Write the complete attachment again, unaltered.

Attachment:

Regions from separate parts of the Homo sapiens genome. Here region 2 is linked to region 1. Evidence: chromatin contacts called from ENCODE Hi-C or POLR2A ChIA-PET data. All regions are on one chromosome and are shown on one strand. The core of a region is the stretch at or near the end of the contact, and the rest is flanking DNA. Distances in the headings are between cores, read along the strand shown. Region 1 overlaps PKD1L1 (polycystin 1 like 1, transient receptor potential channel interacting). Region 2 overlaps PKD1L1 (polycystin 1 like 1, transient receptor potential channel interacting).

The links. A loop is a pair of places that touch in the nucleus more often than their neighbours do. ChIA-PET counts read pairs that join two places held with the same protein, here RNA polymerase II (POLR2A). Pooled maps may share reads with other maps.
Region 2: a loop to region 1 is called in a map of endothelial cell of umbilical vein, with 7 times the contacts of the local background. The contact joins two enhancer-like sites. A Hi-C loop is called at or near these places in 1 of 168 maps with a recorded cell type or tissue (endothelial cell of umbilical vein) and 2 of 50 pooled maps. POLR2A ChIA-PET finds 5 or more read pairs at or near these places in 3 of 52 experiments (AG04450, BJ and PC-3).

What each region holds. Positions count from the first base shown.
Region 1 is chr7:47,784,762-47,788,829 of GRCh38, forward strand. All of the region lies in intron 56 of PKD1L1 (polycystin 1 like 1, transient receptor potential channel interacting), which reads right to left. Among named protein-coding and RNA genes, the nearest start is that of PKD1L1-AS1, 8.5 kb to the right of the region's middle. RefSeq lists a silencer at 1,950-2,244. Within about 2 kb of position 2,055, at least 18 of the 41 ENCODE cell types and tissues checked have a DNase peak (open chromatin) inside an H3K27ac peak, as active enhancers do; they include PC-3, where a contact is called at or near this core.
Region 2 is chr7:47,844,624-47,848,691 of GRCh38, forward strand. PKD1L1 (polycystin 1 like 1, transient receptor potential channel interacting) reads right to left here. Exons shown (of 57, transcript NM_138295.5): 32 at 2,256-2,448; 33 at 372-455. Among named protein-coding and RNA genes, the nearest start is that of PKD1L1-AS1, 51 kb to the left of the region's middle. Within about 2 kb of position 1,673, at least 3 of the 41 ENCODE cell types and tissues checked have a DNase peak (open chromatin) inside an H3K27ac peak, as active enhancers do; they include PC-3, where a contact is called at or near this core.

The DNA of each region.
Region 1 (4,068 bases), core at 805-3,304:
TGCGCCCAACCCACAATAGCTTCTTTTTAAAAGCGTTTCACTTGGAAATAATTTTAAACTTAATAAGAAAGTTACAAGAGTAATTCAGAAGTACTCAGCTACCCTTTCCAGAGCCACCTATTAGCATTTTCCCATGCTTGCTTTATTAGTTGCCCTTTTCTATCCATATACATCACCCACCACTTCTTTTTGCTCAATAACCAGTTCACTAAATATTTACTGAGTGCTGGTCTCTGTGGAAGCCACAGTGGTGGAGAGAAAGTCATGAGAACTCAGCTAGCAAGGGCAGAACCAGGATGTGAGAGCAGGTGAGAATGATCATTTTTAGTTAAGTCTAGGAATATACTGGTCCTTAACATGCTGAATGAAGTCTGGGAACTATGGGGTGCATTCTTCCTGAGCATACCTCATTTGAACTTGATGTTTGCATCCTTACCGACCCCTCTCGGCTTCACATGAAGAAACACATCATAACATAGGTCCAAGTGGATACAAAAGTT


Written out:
Regions from separate parts of the Homo sapiens genome. Here region 2 is linked to region 1. Evidence: chromatin contacts called from ENCODE Hi-C or POLR2A ChIA-PET data. All regions are on one chromosome and are shown on one strand. The core of a region is the stretch at or near the end of the contact, and the rest is flanking DNA. Distances in the headings are between cores, read along the strand shown. Region 1 overlaps PKD1L1 (polycystin 1 like 1, transient receptor potential channel interacting). Region 2 overlaps PKD1L1 (polycystin 1 like 1, transient receptor potential channel interacting).

The links. A loop is a pair of places that touch in the nucleus more often than their neighbours do. ChIA-PET counts read pairs that join two places held with the same protein, here RNA polymerase II (POLR2A). Pooled maps may share reads with other maps.
Region 2: a loop to region 1 is called in a map of endothelial cell of umbilical vein, with 7 times the contacts of the local background. The contact joins two enhancer-like sites. A Hi-C loop is called at or near these places in 1 of 168 maps with a recorded cell type or tissue (endothelial cell of umbilical vein) and 2 of 50 pooled maps. POLR2A ChIA-PET finds 5 or more read pairs at or near these places in 3 of 52 experiments (AG04450, BJ and PC-3).

What each region holds. Positions count from the first base shown.
Region 1 is chr7:47,784,762-47,788,829 of GRCh38, forward strand. All of the region lies in intron 56 of PKD1L1 (polycystin 1 like 1, transient receptor potential channel interacting), which reads right to left. Among named protein-coding and RNA genes, the nearest start is that of PKD1L1-AS1, 8.5 kb to the right of the region's middle. RefSeq lists a silencer at 1,950-2,244. Within about 2 kb of position 2,055, at least 18 of the 41 ENCODE cell types and tissues checked have a DNase peak (open chromatin) inside an H3K27ac peak, as active enhancers do; they include PC-3, where a contact is called at or near this core.
Region 2 is chr7:47,844,624-47,848,691 of GRCh38, forward strand. PKD1L1 (polycystin 1 like 1, transient receptor potential channel interacting) reads right to left here. Exons shown (of 57, transcript NM_138295.5): 32 at 2,256-2,448; 33 at 372-455. Among named protein-coding and RNA genes, the nearest start is that of PKD1L1-AS1, 51 kb to the left of the region's middle. Within about 2 kb of position 1,673, at least 3 of the 41 ENCODE cell types and tissues checked have a DNase peak (open chromatin) inside an H3K27ac peak, as active enhancers do; they include PC-3, where a contact is called at or near this core.

The DNA of each region.
Region 1 (4,068 bases), core at 805-3,304:
TGCGCCCAACCCACAATAGCTTCTTTTTAAAAGCGTTTCACTTGGAAATAATTTTAAACTTAATAAGAAAGTTACAAGAGTAATTCAGAAGTACTCAGCTACCCTTTCCAGAGCCACCTATTAGCATTTTCCCATGCTTGCTTTATTAGTTGCCCTTTTCTATCCATATACATCACCCACCACTTCTTTTTGCTCAATAACCAGTTCACTAAATATTTACTGAGTGCTGGTCTCTGTGGAAGCCACAGTGGTGGAGAGAAAGTCATGAGAACTCAGCTAGCAAGGGCAGAACCAGGATGTGAGAGCAGGTGAGAATGATCATTTTTAGTTAAGTCTAGGAATATACTGGTCCTTAACATGCTGAATGAAGTCTGGGAACTATGGGGTGCATTCTTCCTGAGCATACCTCATTTGAACTTGATGTTTGCATCCTTACCGACCCCTCTCGGCTTCACATGAAGAAACACATCATAACATAGGTCCAAGTGGATACAAAAGTT